Life in the big smoke

I might not remember you, but I will remember the meal

So here is the thing. I’ve realised what hooks anything memorable in the vast and messy attic that is my brain is food. If I think back to any travelling I’ve done in my life, the first thing that pops into my head is what I ate.

I went on a holiday to Cyprus with my family when I was eleven or twelve (more than twenty years ago!) and I still have a really clear memory of sitting in a small neighbourhood restaurant with plastic garden furniture tables on a shaded patio, the tables had a white and red checked waxy table cloth, trying dolmades for the first time. I can even recall the taste of the slightly sour and salty vine leaf wrapped around a chewy rich filling. I remember the bread, white, sweet and fluffy, soft and dense at the same time.

What set me down on this particular path was realising that Gerry and I are travelling abroad fairly soon. And thinking about travelling made me think of the food we’ve eaten on our travels.

There was Murray’s Cheese in Greenwich Village. We lived in an Airbnb nearby and walked over almost every day to pick up a salad, cheese and a few beers. There was this one blue cheese, so salty and tangy that it tasted almost like salty liquorice. OMG. If I lived nearby I would probably spend all my money on cheese.

There was also Tensuke, a tiny tempura place in Koenji in Tokyo. Every lunchtime there was a queue outside. The restaurant was just a bar disk, big enough for about half a dozen people. The chefs stood in front of a vat of boiling oil. The head chef chopped various vegetables at lightning speed, dipped them in batter and threw them into the oil. We were presented with piping hot, crispy and freshly fried dish after dish. The best one was the starter. A quickly deep fried egg, melting over some sticky rice and served up with an almost chocolatey and salty broth.

Then there is the Oyster Shed on Skye, this cold barn on the hill above Talisker Distillery where you can purchase all the shellfish of your dreams. I remember ordering some scallops, struggling to get my freezing fingers to pierce them with a miniature wooden fork. They were hot, sweet and tender, served with scalding chips and a sweet chilli sauce. Just perfect.

So there we are. I pretty much use nice meals as bookmarks in my life. They help me remember where I’ve been and what I’ve done and these memories are so vivid. If I think about a good meal I’m transported back to that place, to the smells and sounds, I can even recall the taste. It’s an odd skill, considering I make a living as a reporter I’m incredibly bad at remembering names and faces. But I do remember food.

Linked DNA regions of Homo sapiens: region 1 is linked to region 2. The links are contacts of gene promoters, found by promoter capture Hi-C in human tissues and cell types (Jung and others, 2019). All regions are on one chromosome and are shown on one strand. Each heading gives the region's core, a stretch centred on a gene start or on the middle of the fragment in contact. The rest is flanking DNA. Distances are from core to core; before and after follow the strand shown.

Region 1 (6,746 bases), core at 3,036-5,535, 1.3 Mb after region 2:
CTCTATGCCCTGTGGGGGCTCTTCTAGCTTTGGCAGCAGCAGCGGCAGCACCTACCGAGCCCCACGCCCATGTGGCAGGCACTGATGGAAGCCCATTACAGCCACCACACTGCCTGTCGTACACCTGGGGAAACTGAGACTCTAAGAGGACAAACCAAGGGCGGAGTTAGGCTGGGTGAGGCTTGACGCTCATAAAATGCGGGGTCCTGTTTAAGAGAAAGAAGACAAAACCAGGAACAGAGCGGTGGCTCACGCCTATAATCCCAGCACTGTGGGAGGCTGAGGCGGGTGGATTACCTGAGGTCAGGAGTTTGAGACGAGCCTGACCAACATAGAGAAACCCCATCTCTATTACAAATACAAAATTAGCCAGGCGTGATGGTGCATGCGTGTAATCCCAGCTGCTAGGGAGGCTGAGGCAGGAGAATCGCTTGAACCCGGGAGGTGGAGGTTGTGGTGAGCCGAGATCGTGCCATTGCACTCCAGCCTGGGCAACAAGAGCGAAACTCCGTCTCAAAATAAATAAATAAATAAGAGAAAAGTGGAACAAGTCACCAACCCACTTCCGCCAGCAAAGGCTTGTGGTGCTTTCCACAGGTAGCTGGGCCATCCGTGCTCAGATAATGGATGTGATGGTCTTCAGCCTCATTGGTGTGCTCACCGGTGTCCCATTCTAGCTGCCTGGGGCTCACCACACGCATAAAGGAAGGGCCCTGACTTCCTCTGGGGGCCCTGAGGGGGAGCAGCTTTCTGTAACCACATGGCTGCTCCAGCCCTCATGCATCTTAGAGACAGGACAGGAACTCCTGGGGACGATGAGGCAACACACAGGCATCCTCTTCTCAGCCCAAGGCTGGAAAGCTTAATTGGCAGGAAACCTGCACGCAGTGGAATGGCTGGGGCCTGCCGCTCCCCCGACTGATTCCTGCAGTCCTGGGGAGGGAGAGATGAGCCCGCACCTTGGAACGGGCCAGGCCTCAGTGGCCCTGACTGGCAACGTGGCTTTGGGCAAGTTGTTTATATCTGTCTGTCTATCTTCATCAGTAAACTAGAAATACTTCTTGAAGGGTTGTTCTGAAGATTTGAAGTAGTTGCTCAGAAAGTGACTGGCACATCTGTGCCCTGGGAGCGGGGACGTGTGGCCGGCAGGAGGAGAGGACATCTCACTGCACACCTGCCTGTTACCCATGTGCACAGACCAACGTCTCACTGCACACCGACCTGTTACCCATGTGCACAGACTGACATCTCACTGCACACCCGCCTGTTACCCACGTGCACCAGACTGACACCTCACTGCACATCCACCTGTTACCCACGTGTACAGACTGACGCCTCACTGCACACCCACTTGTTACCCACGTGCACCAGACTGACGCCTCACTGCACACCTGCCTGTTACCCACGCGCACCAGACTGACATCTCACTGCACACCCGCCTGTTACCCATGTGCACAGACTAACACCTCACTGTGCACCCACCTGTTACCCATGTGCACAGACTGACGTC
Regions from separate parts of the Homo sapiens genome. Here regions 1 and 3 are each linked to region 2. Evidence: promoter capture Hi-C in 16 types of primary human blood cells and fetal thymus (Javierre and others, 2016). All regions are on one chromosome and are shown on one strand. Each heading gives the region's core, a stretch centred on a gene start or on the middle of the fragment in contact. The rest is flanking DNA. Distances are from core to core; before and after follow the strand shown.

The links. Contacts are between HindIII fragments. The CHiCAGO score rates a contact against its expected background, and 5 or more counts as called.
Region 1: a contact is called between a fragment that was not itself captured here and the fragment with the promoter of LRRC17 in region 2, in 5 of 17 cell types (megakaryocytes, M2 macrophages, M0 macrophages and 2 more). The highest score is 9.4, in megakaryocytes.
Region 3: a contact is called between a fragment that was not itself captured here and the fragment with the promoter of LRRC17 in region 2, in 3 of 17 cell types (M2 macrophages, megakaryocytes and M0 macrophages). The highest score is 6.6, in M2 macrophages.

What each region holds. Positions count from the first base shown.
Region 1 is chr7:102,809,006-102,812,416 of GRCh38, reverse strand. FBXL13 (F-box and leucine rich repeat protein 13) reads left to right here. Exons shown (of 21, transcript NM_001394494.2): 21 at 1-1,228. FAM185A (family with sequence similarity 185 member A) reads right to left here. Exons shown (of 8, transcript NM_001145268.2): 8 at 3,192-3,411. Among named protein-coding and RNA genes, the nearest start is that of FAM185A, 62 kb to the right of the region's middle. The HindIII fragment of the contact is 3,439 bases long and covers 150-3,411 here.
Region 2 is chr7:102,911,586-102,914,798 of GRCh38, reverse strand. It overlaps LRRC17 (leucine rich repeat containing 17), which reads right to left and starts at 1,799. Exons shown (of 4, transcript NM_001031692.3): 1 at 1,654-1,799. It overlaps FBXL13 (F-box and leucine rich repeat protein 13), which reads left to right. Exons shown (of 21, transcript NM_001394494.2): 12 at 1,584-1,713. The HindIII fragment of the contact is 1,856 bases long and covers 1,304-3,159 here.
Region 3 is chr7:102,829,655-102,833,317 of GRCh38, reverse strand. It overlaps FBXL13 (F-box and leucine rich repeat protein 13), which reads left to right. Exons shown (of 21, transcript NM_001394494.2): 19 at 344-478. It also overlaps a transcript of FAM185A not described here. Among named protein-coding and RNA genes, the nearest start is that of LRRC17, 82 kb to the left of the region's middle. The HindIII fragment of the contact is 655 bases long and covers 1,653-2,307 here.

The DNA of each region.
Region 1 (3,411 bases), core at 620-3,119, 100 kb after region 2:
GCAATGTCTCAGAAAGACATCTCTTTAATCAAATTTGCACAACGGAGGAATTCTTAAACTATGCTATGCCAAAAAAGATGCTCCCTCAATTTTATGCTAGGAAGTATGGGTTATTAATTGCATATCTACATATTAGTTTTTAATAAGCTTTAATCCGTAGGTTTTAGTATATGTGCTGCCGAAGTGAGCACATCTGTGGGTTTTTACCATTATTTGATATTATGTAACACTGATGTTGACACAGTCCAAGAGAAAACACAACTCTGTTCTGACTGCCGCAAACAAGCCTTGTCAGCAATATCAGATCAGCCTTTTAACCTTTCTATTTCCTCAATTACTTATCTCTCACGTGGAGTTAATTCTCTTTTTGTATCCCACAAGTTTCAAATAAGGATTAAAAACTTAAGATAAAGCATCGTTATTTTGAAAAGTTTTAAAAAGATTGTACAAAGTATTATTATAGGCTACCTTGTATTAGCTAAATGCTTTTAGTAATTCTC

*I also seem to get so engrossed in actually eating that I hardly ever take photographs of food. And that’s why I’m sharing this lovely photo of some beaujolais on a messy table in the cute, but tiny apartment we stayed in in Tokyo. You’re welcome.

Finnish forests and London forests

I grew up in a small town in Finland, there was a woodland a couple of blocks from my house. Forests surround the city on all sides, except for in the west, where the land meets the Gulf of Bothnia.

When I was little my family spent a couple of weeks at the summer house in June and July. This is nothing special in Finland where most people have a summer house or a summer cottage . It’s a big country with not that many people, there is a lot of space and 75 percent of the land is covered in forest.

The woods around the summer house were great for playing in. My brother, my cousin and I used to go on make believe adventures, finding trails among the blueberry bushes and the moss, scrambling up big granite boulders and finding the courage to jump down again.

We trekked through what to us seemed like jungles of reeds and fire weed to find new ways to the road on the far side of the forest. We walked around the old swamp that had been filled in with ballast from the ships that once docked in town. According to my grandmother the soil had come all the way from Africa.

In the old swamp we found and collected rocks that were red and brown and sometimes inky blue, some had been hollowed out by foreign waves revealing a milky colour underneath a darker surface, some had holes in them, some were smooth and polished. My grandmother called them moonstones. There are still several of them sitting in a bowl on the veranda at the summer house.

When my grandad was still alive he made my brother a bows from the juniper bushes and arrows out of sticks. In the autumns when the forests turned soggy and soft my granny took us mushroom hunting in the forests.

She taught us to look out for grönkremlor and smörsoppar, the yellow-orange mushroom which according to her had to be fried in lots of butter. Often the mushrooms were slug eaten and hosting at least a couple of worms. The worm infested parts were cut away and returned to the forest. Sometimes my grandmother sliced a sliver of a gilled mushroom with a brick red hat. She tasted it, making sure it was a tegelkremla and not the one that would burn your tongue.